Two other ones are taken respectively from the measuring and the reference arms (photometry outputs). They enable us to control the optical power injected into the measuring head by the stabilized laser source and the optical power received in the measuring arm.

2.3 –

Optical circuit

The interferometric circuit made in integrated optics on glass is the following (Fig.4):


Scheme of the optical circuit


The optical circuit includes:

  • a straight input waveguide, in which we inject the optical beam coming from a single-mode fibre;

  • a splitting junction, dividing this beam into two arms: the measuring one (straight) and the reference one (curved). This junction can be an asymmetric Y-junction or a directional coupler;

  • a return straight waveguide, in which we collect the measuring beam coming back from the corner cube;

  • a loop, allowing to drive the reference beam into an area where it interferes with the measuring beam. Losses of this curved guide depend on its curvature radius and represent the main criterion for the circuit dimensions;

  • two tapers, each allowing the light coming from a single-mode straight waveguide to propagate and thus to provide a collimated beam;

  • a planar waveguide, which is the interference area. Collimated beams from the tapered waveguides propagate freely in the horizontal direction (x axis) while remaining confined in the vertical direction (y axis). Both beams interfere at the output of the planar waveguide structure (called the overlapping plane);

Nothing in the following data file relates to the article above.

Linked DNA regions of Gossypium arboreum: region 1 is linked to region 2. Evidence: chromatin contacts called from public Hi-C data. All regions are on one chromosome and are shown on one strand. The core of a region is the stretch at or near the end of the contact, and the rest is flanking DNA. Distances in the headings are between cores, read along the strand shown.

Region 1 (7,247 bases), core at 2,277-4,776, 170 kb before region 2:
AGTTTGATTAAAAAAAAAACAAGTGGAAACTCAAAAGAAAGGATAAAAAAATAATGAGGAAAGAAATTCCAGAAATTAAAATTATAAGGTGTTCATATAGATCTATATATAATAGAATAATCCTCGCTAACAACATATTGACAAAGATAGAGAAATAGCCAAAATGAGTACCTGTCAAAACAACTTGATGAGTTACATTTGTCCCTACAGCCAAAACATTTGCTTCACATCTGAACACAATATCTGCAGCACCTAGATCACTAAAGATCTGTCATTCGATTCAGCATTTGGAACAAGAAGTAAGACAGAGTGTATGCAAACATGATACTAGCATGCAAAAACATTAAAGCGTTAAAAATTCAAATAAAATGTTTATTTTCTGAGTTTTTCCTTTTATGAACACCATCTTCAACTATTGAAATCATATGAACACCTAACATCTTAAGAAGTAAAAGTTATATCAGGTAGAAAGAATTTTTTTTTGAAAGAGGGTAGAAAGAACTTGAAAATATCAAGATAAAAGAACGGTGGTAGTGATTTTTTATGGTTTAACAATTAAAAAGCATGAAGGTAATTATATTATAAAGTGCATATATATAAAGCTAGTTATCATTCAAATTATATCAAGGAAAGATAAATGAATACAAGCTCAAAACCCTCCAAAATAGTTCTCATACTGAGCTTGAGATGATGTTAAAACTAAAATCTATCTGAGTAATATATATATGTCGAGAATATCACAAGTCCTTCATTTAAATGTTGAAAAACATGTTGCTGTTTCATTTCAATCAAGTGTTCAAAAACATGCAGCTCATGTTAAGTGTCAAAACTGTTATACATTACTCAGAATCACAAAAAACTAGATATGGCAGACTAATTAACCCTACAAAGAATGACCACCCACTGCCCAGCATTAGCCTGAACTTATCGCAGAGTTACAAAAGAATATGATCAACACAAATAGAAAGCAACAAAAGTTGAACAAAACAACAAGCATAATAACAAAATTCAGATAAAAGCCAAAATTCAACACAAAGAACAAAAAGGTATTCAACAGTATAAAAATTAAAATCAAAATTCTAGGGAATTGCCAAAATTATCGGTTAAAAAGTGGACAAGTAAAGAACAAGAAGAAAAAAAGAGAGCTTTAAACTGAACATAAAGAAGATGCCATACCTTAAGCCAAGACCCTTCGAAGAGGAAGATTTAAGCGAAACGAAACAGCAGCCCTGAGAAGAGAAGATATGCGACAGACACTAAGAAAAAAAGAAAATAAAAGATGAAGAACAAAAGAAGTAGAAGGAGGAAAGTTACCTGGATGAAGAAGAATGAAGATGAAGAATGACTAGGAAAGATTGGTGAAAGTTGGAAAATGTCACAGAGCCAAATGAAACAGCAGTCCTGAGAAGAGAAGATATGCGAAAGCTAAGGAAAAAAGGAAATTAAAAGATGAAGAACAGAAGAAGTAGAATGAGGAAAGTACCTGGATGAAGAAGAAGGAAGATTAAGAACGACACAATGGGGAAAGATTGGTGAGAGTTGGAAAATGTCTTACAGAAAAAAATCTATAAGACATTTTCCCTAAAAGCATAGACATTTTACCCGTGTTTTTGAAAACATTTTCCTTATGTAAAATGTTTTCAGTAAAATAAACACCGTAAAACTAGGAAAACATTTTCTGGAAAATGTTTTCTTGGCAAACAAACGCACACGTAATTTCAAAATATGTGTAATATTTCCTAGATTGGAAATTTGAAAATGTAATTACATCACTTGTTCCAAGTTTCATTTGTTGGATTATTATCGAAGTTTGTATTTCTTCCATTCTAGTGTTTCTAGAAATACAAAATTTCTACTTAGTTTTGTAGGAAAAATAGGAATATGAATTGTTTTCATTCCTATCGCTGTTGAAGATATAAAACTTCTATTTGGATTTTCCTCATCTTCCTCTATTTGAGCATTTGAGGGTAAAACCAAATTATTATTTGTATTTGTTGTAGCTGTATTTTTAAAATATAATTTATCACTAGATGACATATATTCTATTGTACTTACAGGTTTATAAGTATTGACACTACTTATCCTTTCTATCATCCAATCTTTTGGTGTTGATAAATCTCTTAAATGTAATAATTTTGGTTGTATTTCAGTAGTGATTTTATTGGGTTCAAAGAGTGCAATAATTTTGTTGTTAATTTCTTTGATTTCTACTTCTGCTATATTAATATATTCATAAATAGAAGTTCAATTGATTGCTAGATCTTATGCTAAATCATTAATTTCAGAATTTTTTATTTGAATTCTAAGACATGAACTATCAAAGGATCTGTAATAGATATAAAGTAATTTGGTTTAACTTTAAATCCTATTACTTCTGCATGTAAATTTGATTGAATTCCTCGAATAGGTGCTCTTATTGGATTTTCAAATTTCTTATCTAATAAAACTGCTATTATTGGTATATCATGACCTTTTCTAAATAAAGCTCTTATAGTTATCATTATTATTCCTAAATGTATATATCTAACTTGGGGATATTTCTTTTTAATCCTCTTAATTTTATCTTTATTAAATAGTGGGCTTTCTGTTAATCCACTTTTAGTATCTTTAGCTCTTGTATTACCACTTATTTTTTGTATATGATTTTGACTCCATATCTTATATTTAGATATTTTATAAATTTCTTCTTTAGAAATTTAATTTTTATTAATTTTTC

• four single-mode guides set in the overlapping plane and used for the signal detection;

  • two couplers, one on the measuring arm and the other on the reference arm, providing two photometry outputs.

In order to obtain a precise phase shift between detection signals, those waveguides are placed:

  • - symmetrically, compared with the gaussian interference pattern envelope. Then, we obtain, by appropriate combination of the four signals, the value and the direction of the corner cube displacement,

  • - with a spacing 00137_PSISDG10569_1056904_page_6_1.jpg - ii fringe spacing done by equation (2.3) – in order to have 00137_PSISDG10569_1056904_page_6_2.jpg between two adjacent guides.


Measuring head

In order to favour sensor miniaturization, we have placed in the measuring head only the optical circuit, interference fringes detection (photodiodes), photometric outputs and their treatment (Fig.5):


scheme of a measuring head


At the output of the four photodiodes placed directly at the back of the guides, currents are changed into voltage signals and then amplified in order to have the same average amplitude and the same modulation depth. Those amplification coefficients are theoretically independent of the contrast and can be hold constant over the whole measuring range.

Two summing amplifiers provide the following signals:


Thus, the result is two quadrature phase shifted signals, with the same amplitude A and no offset. Those signals are called Sin and Cos.


Treatment in the electronic unit

The general principle used for the displacement measurement consists in generating a TTL signal for every sinusoidal signal positive part and in counting every front. The frequency of these TTL signals gives the resolution.

The use of quadrature phase shift signals allows value and direction displacement measurement with a λ/8 resolution, which corresponds to 200 nm.

So, in order to improve the resolution, at the electric cable output we create two other signals from Sin (or Cos) by adding and substracting a DC component proportional to cos(π/4).

After a logic treatment, the device can generate TTL signals which are injected into a 32 bits counter (because of the measurement number to carry out), enabling to achieve the required resolution of the displacement measurement (λ/16, i.e. 100 nm).